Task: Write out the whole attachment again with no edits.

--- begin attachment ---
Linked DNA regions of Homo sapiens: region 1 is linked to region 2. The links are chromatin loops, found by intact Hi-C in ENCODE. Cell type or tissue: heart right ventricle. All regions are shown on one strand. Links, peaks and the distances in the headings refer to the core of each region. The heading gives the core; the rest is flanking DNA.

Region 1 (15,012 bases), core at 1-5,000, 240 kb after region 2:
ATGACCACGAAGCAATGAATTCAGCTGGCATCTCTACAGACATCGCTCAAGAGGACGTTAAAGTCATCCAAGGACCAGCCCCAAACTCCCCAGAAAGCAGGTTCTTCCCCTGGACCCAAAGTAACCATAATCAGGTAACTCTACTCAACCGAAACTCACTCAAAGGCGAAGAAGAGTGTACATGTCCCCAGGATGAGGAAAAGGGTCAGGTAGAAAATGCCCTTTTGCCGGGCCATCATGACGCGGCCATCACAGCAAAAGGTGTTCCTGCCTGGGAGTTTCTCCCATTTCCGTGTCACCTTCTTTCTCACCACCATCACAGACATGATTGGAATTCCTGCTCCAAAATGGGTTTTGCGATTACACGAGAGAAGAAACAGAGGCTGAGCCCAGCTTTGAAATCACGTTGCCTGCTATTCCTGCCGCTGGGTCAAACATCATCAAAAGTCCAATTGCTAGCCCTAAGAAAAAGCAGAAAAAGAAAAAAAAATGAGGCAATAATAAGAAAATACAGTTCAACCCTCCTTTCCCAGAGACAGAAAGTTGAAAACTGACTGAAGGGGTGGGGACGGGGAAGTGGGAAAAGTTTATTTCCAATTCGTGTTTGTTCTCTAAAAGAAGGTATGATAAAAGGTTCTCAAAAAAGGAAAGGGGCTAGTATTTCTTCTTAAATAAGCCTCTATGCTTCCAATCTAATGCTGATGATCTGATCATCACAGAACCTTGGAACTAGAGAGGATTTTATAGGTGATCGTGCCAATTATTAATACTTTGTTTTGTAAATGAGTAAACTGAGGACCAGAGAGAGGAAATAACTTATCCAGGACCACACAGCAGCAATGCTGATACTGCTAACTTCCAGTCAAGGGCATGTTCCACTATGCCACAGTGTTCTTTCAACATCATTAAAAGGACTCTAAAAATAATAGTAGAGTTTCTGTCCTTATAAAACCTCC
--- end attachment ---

Linked DNA regions of Homo sapiens: region 1 is linked to region 2. The links are chromatin loops, found by intact Hi-C in ENCODE. Cell type or tissue: heart right ventricle. All regions are shown on one strand. Links, peaks and the distances in the headings refer to the core of each region. The heading gives the core; the rest is flanking DNA.

Region 1 (15,012 bases), core at 1-5,000, 240 kb after region 2:
ATGACCACGAAGCAATGAATTCAGCTGGCATCTCTACAGACATCGCTCAAGAGGACGTTAAAGTCATCCAAGGACCAGCCCCAAACTCCCCAGAAAGCAGGTTCTTCCCCTGGACCCAAAGTAACCATAATCAGGTAACTCTACTCAACCGAAACTCACTCAAAGGCGAAGAAGAGTGTACATGTCCCCAGGATGAGGAAAAGGGTCAGGTAGAAAATGCCCTTTTGCCGGGCCATCATGACGCGGCCATCACAGCAAAAGGTGTTCCTGCCTGGGAGTTTCTCCCATTTCCGTGTCACCTTCTTTCTCACCACCATCACAGACATGATTGGAATTCCTGCTCCAAAATGGGTTTTGCGATTACACGAGAGAAGAAACAGAGGCTGAGCCCAGCTTTGAAATCACGTTGCCTGCTATTCCTGCCGCTGGGTCAAACATCATCAAAAGTCCAATTGCTAGCCCTAAGAAAAAGCAGAAAAAGAAAAAAAAATGAGGCAATAATAAGAAAATACAGTTCAACCCTCCTTTCCCAGAGACAGAAAGTTGAAAACTGACTGAAGGGGTGGGGACGGGGAAGTGGGAAAAGTTTATTTCCAATTCGTGTTTGTTCTCTAAAAGAAGGTATGATAAAAGGTTCTCAAAAAAGGAAAGGGGCTAGTATTTCTTCTTAAATAAGCCTCTATGCTTCCAATCTAATGCTGATGATCTGATCATCACAGAACCTTGGAACTAGAGAGGATTTTATAGGTGATCGTGCCAATTATTAATACTTTGTTTTGTAAATGAGTAAACTGAGGACCAGAGAGAGGAAATAACTTATCCAGGACCACACAGCAGCAATGCTGATACTGCTAACTTCCAGTCAAGGGCATGTTCCACTATGCCACAGTGTTCTTTCAACATCATTAAAAGGACTCTAAAAATAATAGTAGAGTTTCTGTCCTTATAAAACCTCC